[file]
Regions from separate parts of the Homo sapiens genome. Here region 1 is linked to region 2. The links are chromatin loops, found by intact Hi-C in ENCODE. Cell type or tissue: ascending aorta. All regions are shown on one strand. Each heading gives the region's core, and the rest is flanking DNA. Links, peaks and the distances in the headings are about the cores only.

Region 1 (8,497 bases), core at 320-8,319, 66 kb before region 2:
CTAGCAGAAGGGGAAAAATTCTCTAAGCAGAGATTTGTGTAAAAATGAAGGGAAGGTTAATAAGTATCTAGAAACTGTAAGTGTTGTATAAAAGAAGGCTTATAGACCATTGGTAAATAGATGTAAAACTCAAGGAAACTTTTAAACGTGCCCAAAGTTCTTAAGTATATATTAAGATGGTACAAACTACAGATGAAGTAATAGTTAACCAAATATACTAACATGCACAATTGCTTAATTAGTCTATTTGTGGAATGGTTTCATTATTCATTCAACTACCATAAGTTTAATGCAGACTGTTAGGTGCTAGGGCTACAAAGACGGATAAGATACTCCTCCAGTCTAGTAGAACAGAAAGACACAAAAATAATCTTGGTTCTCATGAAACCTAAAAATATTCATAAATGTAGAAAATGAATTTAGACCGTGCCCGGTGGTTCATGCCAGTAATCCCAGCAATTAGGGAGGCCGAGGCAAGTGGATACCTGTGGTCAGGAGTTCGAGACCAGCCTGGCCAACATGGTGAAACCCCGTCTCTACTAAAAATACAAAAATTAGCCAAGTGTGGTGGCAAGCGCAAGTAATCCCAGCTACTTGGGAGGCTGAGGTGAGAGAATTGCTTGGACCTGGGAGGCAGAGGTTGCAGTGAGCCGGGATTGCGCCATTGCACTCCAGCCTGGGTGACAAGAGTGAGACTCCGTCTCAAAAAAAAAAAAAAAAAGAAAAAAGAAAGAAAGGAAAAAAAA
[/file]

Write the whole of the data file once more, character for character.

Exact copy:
Regions from separate parts of the Homo sapiens genome. Here region 1 is linked to region 2. The links are chromatin loops, found by intact Hi-C in ENCODE. Cell type or tissue: ascending aorta. All regions are shown on one strand. Each heading gives the region's core, and the rest is flanking DNA. Links, peaks and the distances in the headings are about the cores only.

Region 1 (8,497 bases), core at 320-8,319, 66 kb before region 2:
CTAGCAGAAGGGGAAAAATTCTCTAAGCAGAGATTTGTGTAAAAATGAAGGGAAGGTTAATAAGTATCTAGAAACTGTAAGTGTTGTATAAAAGAAGGCTTATAGACCATTGGTAAATAGATGTAAAACTCAAGGAAACTTTTAAACGTGCCCAAAGTTCTTAAGTATATATTAAGATGGTACAAACTACAGATGAAGTAATAGTTAACCAAATATACTAACATGCACAATTGCTTAATTAGTCTATTTGTGGAATGGTTTCATTATTCATTCAACTACCATAAGTTTAATGCAGACTGTTAGGTGCTAGGGCTACAAAGACGGATAAGATACTCCTCCAGTCTAGTAGAACAGAAAGACACAAAAATAATCTTGGTTCTCATGAAACCTAAAAATATTCATAAATGTAGAAAATGAATTTAGACCGTGCCCGGTGGTTCATGCCAGTAATCCCAGCAATTAGGGAGGCCGAGGCAAGTGGATACCTGTGGTCAGGAGTTCGAGACCAGCCTGGCCAACATGGTGAAACCCCGTCTCTACTAAAAATACAAAAATTAGCCAAGTGTGGTGGCAAGCGCAAGTAATCCCAGCTACTTGGGAGGCTGAGGTGAGAGAATTGCTTGGACCTGGGAGGCAGAGGTTGCAGTGAGCCGGGATTGCGCCATTGCACTCCAGCCTGGGTGACAAGAGTGAGACTCCGTCTCAAAAAAAAAAAAAAAAAGAAAAAAGAAAGAAAGGAAAAAAAA